The Supreme Court overturned Quill. Now what?

Scott Peterson was just settling into a large conference room in the Seattle headquarters of tax automation vendor Avalara on the morning of June 21 when he got an email ping that changed
everything. The email was a news alert that reported the U.S. Supreme Court had decided the South Dakota v. Wayfair Inc. case. The court’s opinion stated that, for the first time, states and local governments could require online retailers to collect sales tax even if they don’t have a physical presence, or nexus, in the state or local tax jurisdiction.

For a moment, Peterson, who has spent nearly his entire career working on the sales tax issue—first as state tax director for South Dakota’s department of revenue and then as executive director of the Streamlined Sales Tax Governing Board before joining Avalara as its vice president of U.S. tax policy and government relations—sat frozen, astonished at the seismic shift in e-commerce tax law.

“I couldn’t believe that the state had won its case,” he says. “States never win their cases before the court.”

After the initial shock, he quickly collected his things, left the meeting and found a work space. He then set about rewriting the now-inaccurate marketing materials he had drafted in preparation for the court’s decision. The day was a whirlwind, he says, as his writing was frequently interrupted by the 14 media interviews he gave throughout the day.

More than 2,000 miles away, it was a chaotic scene at the Chicago headquarters of men’s skincare retailer Tiege Hanley. The startup’s controller, Kathleen Stark, hadn’t paid much attention to the case until the decision came down, and she read that South Dakota’s law requires retailers to collect and remit sales tax if they sell more than $100,000 in the state or complete at least 200 transactions with South Dakota residents. Given that Tiege Hanley is a subscription service that bills its customers monthly, that meant if the retailer had 17 customers in the state, it would have to comply with the law.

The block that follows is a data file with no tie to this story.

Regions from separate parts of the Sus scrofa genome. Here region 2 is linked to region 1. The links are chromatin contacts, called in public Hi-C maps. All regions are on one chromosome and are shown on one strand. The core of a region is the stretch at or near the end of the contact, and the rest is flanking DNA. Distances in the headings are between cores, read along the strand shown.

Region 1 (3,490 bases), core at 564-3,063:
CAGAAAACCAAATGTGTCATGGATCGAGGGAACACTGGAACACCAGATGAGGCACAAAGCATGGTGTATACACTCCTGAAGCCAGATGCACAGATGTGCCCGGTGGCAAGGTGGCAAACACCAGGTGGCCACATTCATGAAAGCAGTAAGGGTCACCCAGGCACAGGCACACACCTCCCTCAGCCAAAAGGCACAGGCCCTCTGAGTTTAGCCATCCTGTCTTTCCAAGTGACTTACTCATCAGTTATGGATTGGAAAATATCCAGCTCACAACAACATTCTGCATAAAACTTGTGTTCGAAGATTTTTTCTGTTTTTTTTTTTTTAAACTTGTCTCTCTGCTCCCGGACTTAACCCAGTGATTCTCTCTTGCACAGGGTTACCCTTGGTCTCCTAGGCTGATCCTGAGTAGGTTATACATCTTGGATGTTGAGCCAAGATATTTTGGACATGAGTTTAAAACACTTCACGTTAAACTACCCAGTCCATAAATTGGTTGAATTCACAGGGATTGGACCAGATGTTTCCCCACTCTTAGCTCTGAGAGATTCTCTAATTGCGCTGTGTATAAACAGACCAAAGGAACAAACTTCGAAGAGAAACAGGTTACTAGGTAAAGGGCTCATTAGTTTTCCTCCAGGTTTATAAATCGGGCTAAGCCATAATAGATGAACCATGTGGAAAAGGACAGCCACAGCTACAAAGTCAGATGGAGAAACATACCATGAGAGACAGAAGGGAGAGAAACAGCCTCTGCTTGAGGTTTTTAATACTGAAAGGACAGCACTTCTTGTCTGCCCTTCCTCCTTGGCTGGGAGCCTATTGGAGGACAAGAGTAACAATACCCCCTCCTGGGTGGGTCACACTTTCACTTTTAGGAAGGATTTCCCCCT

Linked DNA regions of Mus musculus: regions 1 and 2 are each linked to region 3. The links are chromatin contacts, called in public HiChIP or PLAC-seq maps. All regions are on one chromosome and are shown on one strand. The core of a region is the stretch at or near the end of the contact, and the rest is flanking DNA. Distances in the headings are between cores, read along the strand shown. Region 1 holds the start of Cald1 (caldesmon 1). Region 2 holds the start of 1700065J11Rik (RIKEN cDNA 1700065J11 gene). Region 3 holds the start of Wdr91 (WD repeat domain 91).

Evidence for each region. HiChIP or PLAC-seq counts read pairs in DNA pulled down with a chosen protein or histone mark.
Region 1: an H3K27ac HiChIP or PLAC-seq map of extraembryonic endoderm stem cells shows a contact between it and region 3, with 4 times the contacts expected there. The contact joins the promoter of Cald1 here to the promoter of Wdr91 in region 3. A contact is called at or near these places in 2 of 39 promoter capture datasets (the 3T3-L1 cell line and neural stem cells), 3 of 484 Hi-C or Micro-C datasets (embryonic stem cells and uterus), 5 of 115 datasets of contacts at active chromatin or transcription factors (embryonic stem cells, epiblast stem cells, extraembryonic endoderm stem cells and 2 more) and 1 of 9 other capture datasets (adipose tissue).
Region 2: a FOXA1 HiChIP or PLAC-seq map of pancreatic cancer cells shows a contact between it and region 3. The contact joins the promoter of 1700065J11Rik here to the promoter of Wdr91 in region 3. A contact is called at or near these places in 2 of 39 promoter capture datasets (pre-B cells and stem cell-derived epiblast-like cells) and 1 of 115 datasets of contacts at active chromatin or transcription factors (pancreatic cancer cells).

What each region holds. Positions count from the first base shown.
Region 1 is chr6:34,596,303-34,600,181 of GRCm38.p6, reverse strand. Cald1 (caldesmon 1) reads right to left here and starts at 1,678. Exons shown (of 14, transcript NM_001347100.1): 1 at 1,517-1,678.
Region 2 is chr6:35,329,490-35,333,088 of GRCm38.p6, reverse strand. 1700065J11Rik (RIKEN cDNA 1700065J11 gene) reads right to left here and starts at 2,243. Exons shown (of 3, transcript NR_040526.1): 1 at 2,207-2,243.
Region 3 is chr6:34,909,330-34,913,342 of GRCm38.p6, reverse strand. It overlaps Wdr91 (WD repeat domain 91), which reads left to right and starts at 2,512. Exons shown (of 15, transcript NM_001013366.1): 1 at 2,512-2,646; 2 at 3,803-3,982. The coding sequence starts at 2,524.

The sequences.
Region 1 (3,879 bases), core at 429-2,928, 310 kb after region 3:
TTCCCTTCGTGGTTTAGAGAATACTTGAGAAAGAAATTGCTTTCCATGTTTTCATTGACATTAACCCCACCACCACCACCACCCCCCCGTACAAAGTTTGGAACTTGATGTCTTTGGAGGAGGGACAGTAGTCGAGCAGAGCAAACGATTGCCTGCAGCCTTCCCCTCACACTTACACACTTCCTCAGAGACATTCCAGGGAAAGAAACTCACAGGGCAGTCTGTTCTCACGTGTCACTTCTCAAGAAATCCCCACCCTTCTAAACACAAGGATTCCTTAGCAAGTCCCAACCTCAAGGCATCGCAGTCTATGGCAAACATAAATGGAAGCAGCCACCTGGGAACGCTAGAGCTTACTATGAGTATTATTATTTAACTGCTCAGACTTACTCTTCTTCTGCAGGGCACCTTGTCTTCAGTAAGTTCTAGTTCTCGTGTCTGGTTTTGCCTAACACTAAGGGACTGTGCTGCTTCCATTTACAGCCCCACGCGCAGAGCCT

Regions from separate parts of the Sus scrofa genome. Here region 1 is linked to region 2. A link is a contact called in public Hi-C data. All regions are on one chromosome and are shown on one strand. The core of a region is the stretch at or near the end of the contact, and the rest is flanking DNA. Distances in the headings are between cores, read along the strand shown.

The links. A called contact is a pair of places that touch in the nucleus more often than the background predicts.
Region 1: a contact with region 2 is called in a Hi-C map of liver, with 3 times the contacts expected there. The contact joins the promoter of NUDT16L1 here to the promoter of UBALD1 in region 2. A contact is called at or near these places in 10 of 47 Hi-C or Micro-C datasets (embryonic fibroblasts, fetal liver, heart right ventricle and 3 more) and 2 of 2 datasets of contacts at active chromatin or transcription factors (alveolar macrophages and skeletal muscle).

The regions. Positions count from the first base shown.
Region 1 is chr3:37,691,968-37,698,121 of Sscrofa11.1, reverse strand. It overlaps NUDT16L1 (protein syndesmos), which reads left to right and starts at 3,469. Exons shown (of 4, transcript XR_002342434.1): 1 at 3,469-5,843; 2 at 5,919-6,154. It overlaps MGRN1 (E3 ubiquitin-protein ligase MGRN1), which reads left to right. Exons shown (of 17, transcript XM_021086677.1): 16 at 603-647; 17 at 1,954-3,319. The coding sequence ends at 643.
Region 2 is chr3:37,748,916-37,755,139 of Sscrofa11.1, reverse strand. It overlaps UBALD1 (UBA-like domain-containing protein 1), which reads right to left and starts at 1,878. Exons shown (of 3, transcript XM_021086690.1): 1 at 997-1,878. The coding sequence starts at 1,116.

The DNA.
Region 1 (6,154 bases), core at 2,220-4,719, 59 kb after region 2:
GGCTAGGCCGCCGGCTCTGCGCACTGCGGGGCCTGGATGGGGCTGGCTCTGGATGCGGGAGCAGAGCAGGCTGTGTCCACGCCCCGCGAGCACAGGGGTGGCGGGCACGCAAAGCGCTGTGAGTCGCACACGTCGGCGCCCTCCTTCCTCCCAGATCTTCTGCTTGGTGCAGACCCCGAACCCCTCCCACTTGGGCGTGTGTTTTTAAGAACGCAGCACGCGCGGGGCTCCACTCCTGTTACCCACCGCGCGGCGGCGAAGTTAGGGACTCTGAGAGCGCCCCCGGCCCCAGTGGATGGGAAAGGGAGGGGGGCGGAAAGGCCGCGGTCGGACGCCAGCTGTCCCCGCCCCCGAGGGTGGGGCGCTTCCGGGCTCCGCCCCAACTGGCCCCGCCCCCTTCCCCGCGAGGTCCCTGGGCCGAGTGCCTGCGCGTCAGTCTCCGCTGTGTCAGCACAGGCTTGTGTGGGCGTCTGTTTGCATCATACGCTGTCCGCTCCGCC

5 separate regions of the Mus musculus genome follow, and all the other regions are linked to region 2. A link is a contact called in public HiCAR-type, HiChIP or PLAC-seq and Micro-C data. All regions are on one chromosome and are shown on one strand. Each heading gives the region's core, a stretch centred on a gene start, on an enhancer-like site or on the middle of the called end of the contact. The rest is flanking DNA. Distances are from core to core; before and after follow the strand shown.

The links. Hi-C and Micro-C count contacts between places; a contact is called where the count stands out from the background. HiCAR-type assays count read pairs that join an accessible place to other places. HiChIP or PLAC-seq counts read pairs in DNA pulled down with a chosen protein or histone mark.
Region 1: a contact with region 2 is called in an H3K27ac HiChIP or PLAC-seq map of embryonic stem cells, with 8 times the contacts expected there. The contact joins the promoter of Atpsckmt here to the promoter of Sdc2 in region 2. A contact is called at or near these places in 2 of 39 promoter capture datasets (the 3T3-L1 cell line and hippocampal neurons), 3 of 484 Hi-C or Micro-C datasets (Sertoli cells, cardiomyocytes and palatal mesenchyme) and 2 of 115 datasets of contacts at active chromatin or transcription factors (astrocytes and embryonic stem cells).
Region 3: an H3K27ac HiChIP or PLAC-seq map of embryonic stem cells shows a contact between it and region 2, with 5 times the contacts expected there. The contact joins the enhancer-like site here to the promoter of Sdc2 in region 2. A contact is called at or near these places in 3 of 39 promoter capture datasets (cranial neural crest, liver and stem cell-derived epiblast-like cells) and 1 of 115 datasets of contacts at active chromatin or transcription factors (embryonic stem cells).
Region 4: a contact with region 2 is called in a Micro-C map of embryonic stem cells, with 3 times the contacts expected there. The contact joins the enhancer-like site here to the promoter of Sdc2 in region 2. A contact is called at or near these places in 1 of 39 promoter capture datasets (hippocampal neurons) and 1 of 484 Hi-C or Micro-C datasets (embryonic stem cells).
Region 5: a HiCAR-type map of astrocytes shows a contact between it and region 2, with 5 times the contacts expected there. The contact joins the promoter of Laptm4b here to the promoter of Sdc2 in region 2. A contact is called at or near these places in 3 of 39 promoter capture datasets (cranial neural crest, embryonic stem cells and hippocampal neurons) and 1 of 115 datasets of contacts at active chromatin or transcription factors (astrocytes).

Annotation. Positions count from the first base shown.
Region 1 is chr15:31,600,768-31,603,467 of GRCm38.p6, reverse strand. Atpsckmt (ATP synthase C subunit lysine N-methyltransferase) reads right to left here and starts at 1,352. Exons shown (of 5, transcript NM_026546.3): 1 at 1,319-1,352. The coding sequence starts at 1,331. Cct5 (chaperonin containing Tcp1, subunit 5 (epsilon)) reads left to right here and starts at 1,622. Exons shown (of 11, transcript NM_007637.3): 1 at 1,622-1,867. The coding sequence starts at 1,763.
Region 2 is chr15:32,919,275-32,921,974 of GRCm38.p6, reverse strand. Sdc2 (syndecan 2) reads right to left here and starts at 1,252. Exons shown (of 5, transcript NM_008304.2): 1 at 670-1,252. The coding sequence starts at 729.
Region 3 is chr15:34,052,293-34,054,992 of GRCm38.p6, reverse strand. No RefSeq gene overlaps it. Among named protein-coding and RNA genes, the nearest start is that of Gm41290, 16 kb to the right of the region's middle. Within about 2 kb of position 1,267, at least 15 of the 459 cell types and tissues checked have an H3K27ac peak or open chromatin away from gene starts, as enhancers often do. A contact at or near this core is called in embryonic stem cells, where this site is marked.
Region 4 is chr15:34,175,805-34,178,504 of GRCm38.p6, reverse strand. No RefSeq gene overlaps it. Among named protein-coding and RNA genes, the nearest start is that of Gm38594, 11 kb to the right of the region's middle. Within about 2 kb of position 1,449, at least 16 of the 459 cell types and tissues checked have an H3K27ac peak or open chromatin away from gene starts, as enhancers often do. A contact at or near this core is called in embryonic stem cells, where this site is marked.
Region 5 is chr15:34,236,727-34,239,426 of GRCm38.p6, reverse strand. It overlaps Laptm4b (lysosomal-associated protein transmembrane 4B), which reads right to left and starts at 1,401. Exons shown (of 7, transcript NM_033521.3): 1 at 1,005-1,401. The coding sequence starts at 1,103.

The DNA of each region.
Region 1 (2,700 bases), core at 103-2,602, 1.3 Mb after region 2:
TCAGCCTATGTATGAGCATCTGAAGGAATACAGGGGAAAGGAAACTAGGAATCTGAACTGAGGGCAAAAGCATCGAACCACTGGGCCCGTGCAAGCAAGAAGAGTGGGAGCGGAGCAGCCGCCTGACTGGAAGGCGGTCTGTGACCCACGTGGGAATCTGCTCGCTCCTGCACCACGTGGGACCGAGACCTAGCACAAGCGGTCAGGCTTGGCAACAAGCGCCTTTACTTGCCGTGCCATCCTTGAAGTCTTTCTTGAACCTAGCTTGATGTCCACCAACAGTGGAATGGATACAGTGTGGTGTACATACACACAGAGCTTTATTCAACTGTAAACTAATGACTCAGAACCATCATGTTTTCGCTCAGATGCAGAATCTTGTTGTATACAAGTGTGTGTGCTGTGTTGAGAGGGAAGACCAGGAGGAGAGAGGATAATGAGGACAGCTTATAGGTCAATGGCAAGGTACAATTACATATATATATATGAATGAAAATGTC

Roughly 1,000 miles from Chicago, Danny Gavin, vice president and director of marketing at Houston-based Brian Gavin Diamonds, an e-retailer of custom jewelry, got an uneasy feeling since the decision left it up to Congress to pass legislation to streamline the process. In the absence of Congressional action, every state would be on its own to try to collect taxes and some, he feared, might be overly aggressive. “That could put people out of business,” he thought.

Comments (3)

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